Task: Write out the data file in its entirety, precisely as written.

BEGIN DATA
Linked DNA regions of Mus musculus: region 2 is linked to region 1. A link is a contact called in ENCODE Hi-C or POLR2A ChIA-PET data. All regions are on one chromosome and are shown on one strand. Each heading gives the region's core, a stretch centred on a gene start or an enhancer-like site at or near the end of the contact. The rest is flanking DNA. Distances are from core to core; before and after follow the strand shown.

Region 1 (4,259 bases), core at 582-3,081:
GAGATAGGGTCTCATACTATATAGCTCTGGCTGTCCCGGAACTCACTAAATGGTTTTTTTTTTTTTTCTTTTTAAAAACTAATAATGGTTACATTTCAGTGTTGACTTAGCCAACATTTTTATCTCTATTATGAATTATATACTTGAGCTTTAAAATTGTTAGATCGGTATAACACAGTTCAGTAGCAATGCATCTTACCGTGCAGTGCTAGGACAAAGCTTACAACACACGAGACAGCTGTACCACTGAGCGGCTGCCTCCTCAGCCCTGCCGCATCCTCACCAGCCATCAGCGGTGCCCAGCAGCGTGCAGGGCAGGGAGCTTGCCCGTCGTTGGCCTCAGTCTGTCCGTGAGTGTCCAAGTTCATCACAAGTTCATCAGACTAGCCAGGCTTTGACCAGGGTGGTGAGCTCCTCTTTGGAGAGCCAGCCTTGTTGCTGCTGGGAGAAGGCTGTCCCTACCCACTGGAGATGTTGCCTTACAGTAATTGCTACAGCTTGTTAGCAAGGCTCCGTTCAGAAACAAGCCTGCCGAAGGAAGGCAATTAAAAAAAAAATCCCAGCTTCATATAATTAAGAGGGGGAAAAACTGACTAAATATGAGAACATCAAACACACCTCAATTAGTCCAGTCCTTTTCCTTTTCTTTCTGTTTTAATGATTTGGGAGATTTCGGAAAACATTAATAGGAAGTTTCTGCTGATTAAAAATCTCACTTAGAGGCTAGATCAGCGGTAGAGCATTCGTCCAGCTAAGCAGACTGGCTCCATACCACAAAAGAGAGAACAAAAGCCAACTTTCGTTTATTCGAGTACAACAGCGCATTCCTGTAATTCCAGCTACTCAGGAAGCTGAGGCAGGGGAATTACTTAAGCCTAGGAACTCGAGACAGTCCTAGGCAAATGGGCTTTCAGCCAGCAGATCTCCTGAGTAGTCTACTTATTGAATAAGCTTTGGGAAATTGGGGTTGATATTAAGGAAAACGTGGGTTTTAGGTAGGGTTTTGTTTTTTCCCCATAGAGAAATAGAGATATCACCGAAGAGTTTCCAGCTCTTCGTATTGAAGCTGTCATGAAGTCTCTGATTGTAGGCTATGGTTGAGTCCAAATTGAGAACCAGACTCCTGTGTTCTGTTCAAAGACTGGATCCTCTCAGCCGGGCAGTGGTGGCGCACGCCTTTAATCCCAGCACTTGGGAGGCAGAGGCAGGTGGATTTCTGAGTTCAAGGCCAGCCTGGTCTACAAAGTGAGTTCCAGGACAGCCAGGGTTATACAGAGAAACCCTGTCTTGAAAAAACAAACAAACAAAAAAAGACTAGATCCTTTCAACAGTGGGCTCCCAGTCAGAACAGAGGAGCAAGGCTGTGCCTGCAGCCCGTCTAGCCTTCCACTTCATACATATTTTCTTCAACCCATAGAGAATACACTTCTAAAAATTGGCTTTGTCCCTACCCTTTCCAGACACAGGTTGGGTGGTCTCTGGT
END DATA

Linked DNA regions of Mus musculus: region 2 is linked to region 1. A link is a contact called in ENCODE Hi-C or POLR2A ChIA-PET data. All regions are on one chromosome and are shown on one strand. Each heading gives the region's core, a stretch centred on a gene start or an enhancer-like site at or near the end of the contact. The rest is flanking DNA. Distances are from core to core; before and after follow the strand shown.

Region 1 (4,259 bases), core at 582-3,081:
GAGATAGGGTCTCATACTATATAGCTCTGGCTGTCCCGGAACTCACTAAATGGTTTTTTTTTTTTTTCTTTTTAAAAACTAATAATGGTTACATTTCAGTGTTGACTTAGCCAACATTTTTATCTCTATTATGAATTATATACTTGAGCTTTAAAATTGTTAGATCGGTATAACACAGTTCAGTAGCAATGCATCTTACCGTGCAGTGCTAGGACAAAGCTTACAACACACGAGACAGCTGTACCACTGAGCGGCTGCCTCCTCAGCCCTGCCGCATCCTCACCAGCCATCAGCGGTGCCCAGCAGCGTGCAGGGCAGGGAGCTTGCCCGTCGTTGGCCTCAGTCTGTCCGTGAGTGTCCAAGTTCATCACAAGTTCATCAGACTAGCCAGGCTTTGACCAGGGTGGTGAGCTCCTCTTTGGAGAGCCAGCCTTGTTGCTGCTGGGAGAAGGCTGTCCCTACCCACTGGAGATGTTGCCTTACAGTAATTGCTACAGCTTGTTAGCAAGGCTCCGTTCAGAAACAAGCCTGCCGAAGGAAGGCAATTAAAAAAAAAATCCCAGCTTCATATAATTAAGAGGGGGAAAAACTGACTAAATATGAGAACATCAAACACACCTCAATTAGTCCAGTCCTTTTCCTTTTCTTTCTGTTTTAATGATTTGGGAGATTTCGGAAAACATTAATAGGAAGTTTCTGCTGATTAAAAATCTCACTTAGAGGCTAGATCAGCGGTAGAGCATTCGTCCAGCTAAGCAGACTGGCTCCATACCACAAAAGAGAGAACAAAAGCCAACTTTCGTTTATTCGAGTACAACAGCGCATTCCTGTAATTCCAGCTACTCAGGAAGCTGAGGCAGGGGAATTACTTAAGCCTAGGAACTCGAGACAGTCCTAGGCAAATGGGCTTTCAGCCAGCAGATCTCCTGAGTAGTCTACTTATTGAATAAGCTTTGGGAAATTGGGGTTGATATTAAGGAAAACGTGGGTTTTAGGTAGGGTTTTGTTTTTTCCCCATAGAGAAATAGAGATATCACCGAAGAGTTTCCAGCTCTTCGTATTGAAGCTGTCATGAAGTCTCTGATTGTAGGCTATGGTTGAGTCCAAATTGAGAACCAGACTCCTGTGTTCTGTTCAAAGACTGGATCCTCTCAGCCGGGCAGTGGTGGCGCACGCCTTTAATCCCAGCACTTGGGAGGCAGAGGCAGGTGGATTTCTGAGTTCAAGGCCAGCCTGGTCTACAAAGTGAGTTCCAGGACAGCCAGGGTTATACAGAGAAACCCTGTCTTGAAAAAACAAACAAACAAAAAAAGACTAGATCCTTTCAACAGTGGGCTCCCAGTCAGAACAGAGGAGCAAGGCTGTGCCTGCAGCCCGTCTAGCCTTCCACTTCATACATATTTTCTTCAACCCATAGAGAATACACTTCTAAAAATTGGCTTTGTCCCTACCCTTTCCAGACACAGGTTGGGTGGTCTCTGGT